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PLoS Comput Biol. 2015 Dec 11;11(12):e1004634. doi: 10.1371/journal.pcbi.1004634. eCollection 2015 Dec.

MIiSR: Molecular Interactions in Super-Resolution Imaging Enables the Analysis of Protein Interactions, Dynamics and Formation of Multi-protein Structures.

Author information

1
The J. Allyn Taylor Centre for Cell Biology, Robarts Research Institute and the Department of Physiology and Pharmacology, The University of Western Ontario, London, Ontario, Canada.
2
Department of Microbiology and Immunology, The University of Western Ontario, London, Ontario, Canada.
3
Department of Physics and Astronomy, The University of Western Ontario, London, Ontario, Canada.
4
Cellular and Molecular Medicine, University of Ottawa, Ottawa, Ontario, Canada.
5
Department of Clinical Neurological Sciences, Schulich School of Medicine, The University of Western Ontario, London, Ontario, Canada.

Abstract

Our current understanding of the molecular mechanisms which regulate cellular processes such as vesicular trafficking has been enabled by conventional biochemical and microscopy techniques. However, these methods often obscure the heterogeneity of the cellular environment, thus precluding a quantitative assessment of the molecular interactions regulating these processes. Herein, we present Molecular Interactions in Super Resolution (MIiSR) software which provides quantitative analysis tools for use with super-resolution images. MIiSR combines multiple tools for analyzing intermolecular interactions, molecular clustering and image segmentation. These tools enable quantification, in the native environment of the cell, of molecular interactions and the formation of higher-order molecular complexes. The capabilities and limitations of these analytical tools are demonstrated using both modeled data and examples derived from the vesicular trafficking system, thereby providing an established and validated experimental workflow capable of quantitatively assessing molecular interactions and molecular complex formation within the heterogeneous environment of the cell.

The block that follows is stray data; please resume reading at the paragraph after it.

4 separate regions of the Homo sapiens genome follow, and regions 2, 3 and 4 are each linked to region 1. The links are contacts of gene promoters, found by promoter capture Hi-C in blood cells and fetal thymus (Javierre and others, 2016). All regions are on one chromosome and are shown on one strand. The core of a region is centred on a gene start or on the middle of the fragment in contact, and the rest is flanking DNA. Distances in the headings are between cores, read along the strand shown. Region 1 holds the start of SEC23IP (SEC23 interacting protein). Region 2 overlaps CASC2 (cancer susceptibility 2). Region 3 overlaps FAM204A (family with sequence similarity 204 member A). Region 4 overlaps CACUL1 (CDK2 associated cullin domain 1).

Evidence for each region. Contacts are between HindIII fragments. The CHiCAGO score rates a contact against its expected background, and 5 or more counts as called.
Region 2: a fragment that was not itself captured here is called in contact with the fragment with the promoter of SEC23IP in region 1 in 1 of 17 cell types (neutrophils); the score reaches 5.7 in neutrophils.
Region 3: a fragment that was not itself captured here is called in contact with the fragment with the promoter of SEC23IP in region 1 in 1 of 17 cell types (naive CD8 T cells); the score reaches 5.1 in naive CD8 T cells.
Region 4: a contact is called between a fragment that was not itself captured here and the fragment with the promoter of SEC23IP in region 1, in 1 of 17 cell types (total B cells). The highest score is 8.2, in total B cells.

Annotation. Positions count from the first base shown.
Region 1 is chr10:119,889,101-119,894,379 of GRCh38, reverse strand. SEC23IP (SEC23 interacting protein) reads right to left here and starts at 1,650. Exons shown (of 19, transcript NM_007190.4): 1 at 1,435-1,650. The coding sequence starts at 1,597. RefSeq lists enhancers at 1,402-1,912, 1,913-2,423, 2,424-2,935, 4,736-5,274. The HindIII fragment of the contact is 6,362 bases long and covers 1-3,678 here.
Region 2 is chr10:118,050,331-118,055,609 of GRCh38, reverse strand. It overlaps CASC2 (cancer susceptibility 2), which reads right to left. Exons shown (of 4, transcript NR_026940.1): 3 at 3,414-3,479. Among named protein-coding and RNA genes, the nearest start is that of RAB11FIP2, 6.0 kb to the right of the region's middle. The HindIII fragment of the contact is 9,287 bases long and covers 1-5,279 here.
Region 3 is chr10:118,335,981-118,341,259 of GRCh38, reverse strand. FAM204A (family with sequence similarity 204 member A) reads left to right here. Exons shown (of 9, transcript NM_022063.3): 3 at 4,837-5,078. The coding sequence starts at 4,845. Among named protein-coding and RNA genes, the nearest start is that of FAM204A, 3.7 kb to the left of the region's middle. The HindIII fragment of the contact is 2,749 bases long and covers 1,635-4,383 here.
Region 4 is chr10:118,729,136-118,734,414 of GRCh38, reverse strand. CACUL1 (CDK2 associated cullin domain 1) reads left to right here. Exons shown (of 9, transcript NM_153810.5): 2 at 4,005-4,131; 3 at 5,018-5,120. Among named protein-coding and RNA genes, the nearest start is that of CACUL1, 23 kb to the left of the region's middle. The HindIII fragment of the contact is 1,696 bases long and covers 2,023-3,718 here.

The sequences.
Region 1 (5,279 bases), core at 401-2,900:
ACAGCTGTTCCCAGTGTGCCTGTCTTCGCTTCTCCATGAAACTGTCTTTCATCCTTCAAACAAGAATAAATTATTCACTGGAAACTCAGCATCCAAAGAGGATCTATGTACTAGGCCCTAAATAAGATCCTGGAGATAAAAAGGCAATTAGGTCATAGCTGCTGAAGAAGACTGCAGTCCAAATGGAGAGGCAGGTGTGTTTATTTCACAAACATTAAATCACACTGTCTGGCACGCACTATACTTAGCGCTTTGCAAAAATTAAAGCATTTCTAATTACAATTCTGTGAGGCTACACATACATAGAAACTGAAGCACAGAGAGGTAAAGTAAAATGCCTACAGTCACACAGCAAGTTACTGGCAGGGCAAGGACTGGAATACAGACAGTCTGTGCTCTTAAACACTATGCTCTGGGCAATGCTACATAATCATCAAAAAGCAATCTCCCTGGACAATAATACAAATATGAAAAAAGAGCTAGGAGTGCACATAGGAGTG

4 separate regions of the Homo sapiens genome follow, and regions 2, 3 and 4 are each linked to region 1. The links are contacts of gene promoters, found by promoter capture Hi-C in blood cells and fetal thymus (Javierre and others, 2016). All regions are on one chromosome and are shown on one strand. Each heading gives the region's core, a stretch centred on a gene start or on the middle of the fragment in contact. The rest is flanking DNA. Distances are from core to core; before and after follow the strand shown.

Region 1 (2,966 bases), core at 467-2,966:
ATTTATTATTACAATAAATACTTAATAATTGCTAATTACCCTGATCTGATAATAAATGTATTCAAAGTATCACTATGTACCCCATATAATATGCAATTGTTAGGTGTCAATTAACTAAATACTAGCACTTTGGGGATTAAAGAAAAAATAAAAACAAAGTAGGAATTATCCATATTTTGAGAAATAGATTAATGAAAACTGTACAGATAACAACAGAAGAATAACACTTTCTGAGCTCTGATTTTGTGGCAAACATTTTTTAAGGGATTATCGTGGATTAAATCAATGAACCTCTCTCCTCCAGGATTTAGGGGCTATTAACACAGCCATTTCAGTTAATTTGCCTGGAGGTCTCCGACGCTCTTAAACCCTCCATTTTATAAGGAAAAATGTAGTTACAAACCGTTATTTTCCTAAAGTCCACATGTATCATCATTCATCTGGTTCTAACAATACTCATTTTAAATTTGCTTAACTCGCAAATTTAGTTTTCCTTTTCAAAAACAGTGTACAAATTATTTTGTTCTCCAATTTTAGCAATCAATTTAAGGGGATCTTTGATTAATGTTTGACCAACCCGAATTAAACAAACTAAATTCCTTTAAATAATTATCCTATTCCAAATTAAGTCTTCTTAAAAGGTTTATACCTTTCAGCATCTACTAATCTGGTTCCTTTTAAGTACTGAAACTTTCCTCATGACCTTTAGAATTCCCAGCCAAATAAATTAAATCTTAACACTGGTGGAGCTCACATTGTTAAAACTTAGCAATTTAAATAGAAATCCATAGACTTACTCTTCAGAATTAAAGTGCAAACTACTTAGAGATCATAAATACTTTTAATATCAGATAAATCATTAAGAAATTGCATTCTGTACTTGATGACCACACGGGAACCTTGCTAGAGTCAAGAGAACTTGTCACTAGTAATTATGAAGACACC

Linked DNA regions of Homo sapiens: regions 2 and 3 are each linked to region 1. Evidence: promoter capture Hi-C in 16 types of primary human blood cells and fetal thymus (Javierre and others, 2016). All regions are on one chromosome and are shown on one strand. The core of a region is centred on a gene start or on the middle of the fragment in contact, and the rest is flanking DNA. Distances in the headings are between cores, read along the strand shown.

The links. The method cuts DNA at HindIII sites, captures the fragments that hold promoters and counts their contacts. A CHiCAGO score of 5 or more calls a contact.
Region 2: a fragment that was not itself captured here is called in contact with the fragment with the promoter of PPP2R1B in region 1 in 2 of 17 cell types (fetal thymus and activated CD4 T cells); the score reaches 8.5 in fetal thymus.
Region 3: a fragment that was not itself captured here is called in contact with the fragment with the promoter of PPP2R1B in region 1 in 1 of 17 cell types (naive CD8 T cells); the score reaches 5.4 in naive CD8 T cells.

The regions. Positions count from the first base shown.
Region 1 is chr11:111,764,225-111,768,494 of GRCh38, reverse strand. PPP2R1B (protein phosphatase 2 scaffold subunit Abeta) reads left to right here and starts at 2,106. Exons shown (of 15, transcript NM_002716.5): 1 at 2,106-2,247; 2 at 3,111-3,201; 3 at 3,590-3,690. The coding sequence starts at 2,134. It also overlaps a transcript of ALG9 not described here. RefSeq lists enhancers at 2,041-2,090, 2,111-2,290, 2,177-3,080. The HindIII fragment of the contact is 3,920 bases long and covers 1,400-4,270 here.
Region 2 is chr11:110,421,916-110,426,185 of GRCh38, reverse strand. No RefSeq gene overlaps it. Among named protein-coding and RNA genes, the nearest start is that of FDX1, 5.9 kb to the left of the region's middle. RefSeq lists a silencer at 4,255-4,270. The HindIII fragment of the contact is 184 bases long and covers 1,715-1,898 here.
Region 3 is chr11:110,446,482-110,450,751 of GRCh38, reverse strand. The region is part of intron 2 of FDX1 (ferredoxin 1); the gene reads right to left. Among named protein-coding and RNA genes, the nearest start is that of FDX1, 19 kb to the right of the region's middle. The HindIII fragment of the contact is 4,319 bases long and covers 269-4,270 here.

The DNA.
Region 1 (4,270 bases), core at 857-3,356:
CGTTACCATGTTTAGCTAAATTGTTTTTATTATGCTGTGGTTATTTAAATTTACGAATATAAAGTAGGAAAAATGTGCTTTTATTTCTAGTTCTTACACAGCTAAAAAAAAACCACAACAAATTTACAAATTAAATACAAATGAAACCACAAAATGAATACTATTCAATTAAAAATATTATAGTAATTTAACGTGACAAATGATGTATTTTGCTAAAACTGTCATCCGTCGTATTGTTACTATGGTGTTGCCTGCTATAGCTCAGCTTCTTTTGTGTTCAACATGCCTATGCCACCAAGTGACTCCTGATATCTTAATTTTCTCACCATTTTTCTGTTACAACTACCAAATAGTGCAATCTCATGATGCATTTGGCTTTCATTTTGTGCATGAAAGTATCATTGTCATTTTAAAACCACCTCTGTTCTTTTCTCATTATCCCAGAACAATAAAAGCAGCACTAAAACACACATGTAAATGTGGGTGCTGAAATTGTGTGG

PMID:
26657340
PMCID:
PMC4676698
DOI:
10.1371/journal.pcbi.1004634
[Indexed for MEDLINE]
Free PMC Article

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